The city of Houston's main pension program has a billion-dollar funding shortfall because benefits have been boosted so high that many employees will earn more in retirement than they received while working, according to a report obtained by the Chronicle. A few will retire as millionaires.
To properly reduce the shortfall, taxpayers would have to put nearly $100 million extra into the fund next year, according to an analysis prepared for the pension's board.
Further, the city cannot reduce the benefits for any employee who already has worked five years, thanks to a Texas constitutional amendment passed by voters last fall.
As a result, the city is considering closing the plan to new members and moving new employees into a less generous plan. The only alternatives might be a tax increase or widespread layoffs, city finance officials said.
UPDATE: Okay, I've looked at this again, and I'm appalled. The details are amazing.
Today's problems can be traced to 2001, when the pension, governed by a board whose majority is made up of current and retired city workers, asked the city to increase benefits. The city agreed, based on a Towers Perrin report that the city would not have to contribute more than 14 percent of its payroll.
The improvements to the employee-contribution program were substantial.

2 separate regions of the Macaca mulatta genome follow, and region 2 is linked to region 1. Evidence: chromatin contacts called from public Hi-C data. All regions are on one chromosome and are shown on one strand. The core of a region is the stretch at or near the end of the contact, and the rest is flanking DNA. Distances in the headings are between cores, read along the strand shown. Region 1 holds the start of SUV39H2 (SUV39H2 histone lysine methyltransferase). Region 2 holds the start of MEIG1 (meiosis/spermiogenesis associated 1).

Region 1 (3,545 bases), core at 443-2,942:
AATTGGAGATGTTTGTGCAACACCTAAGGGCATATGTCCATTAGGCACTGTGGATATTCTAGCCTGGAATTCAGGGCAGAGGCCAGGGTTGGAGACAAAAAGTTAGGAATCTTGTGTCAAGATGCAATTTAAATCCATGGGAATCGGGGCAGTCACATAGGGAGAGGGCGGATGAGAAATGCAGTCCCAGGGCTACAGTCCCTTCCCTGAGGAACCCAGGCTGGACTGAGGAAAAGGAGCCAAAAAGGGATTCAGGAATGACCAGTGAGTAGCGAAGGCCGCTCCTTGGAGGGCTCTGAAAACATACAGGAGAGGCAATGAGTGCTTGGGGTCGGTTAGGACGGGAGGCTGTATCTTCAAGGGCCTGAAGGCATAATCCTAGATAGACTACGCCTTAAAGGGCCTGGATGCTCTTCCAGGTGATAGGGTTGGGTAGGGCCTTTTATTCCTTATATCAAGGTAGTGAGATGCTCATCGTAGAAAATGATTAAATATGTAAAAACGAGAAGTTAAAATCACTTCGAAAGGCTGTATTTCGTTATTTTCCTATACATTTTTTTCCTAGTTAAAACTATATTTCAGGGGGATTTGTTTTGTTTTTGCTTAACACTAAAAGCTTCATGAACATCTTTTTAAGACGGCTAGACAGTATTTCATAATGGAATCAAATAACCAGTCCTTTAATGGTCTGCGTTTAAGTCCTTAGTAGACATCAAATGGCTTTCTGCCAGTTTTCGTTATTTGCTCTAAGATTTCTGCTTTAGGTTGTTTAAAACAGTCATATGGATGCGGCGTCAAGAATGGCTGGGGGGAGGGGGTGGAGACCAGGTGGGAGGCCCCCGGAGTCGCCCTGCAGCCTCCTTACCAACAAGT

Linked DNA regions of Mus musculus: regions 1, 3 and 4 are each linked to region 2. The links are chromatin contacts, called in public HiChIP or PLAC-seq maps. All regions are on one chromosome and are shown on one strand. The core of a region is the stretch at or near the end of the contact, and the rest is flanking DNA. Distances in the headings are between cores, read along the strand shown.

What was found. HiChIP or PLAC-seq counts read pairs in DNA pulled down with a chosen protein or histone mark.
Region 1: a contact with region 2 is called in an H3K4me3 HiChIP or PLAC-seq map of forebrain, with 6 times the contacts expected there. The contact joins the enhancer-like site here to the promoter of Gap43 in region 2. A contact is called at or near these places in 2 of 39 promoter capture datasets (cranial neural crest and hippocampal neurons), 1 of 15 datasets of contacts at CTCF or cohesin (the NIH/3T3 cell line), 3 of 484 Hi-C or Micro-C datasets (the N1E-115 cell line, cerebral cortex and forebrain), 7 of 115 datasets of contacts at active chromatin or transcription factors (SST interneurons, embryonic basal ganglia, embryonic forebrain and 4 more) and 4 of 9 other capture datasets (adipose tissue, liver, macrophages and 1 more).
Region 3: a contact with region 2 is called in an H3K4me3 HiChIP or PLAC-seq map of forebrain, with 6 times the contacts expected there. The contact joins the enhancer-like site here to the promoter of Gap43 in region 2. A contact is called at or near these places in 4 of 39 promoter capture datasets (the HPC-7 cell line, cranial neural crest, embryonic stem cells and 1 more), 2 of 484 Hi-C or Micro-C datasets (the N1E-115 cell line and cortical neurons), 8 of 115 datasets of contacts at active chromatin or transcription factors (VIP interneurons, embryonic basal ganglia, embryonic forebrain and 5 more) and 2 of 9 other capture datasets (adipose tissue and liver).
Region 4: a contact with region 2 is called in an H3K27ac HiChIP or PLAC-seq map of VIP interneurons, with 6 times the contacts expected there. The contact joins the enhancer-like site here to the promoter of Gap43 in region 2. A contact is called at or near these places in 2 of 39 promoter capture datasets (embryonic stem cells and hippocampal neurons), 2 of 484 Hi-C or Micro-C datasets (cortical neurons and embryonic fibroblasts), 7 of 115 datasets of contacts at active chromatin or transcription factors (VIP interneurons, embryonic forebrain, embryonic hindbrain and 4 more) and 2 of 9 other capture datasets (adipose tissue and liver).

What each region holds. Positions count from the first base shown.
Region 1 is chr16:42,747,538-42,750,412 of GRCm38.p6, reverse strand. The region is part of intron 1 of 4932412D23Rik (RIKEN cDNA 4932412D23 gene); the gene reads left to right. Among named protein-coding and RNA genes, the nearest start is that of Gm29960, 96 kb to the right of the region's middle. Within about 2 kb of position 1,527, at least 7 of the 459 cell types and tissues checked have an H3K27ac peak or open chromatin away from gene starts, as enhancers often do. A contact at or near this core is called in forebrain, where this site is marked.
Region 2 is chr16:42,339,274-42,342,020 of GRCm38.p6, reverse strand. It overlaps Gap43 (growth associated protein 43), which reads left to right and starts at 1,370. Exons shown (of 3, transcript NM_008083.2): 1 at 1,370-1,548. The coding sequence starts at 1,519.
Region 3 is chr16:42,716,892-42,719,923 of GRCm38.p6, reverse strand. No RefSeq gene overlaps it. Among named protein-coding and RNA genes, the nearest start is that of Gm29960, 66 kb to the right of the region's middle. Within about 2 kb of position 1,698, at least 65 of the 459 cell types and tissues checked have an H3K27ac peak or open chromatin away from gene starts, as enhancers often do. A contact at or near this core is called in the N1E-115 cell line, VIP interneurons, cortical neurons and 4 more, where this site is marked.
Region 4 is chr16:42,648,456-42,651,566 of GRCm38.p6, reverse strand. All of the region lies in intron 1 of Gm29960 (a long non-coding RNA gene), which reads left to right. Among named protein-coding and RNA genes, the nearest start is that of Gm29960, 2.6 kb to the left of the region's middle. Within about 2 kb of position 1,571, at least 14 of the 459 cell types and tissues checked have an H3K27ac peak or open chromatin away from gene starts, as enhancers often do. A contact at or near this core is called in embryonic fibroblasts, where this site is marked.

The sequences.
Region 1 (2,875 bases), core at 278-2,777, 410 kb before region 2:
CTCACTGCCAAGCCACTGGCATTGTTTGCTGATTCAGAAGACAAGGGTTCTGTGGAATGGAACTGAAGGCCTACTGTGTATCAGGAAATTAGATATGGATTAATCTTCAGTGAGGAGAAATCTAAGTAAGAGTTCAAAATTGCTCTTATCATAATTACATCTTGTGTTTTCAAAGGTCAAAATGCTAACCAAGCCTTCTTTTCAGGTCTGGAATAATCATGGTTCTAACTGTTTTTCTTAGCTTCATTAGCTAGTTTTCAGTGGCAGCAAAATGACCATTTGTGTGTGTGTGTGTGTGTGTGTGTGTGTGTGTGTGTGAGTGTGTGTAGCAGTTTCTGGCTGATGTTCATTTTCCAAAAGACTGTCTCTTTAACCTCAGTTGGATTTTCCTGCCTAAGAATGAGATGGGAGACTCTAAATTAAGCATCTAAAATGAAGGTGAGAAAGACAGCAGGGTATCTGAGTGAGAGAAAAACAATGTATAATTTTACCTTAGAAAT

· In 1993, the program promised 52.5 percent of income for a retiree with 25 years of service. The new program promised 88.75 percent.
· To reach 65 percent of income in retirement, an employee now needs just 20 years of service, compared with the 25-35 years required by most cities.
· Only one other city surveyed gives a surviving spouse 100 percent of the pension. Others require their retirees to accept smaller pension payments in order for their survivors to keep receiving benefits.
· Houston gives a 4 percent cost-of-living increase, regardless of the actual Consumer Price Index computed by the federal government. Others give less or even none at all.
But the most expensive changes were revisions to a deferred retirement plan, available to any employee whose age and number of years of employment equal 70 -- for instance, an employee who is 50 years old with 20 years of service.
With a so-called "drop" account, the employee essentially "retires" for pension purposes but continues working at his normal salary. Meanwhile, his monthly pension benefit -- 65 percent of salary in the above example -- is paid into an account that he can't touch until he really retires.
In addition, the account receives whatever interest the overall fund is making on its investments, but always at least 8.5 percent, compounded daily, no matter how poorly those investments perform.
The employee also continues to contribute 4 percent of salary. And the monthly benefit gets an annual 4 percent cost-of-living increase.
In the case of a worker hired at age 22 who entered the deferred program after 24 years at a salary of $40,000 and retired for good at age 65, the lump sum waiting for him would be $2.75 million, Esuchanko calculated.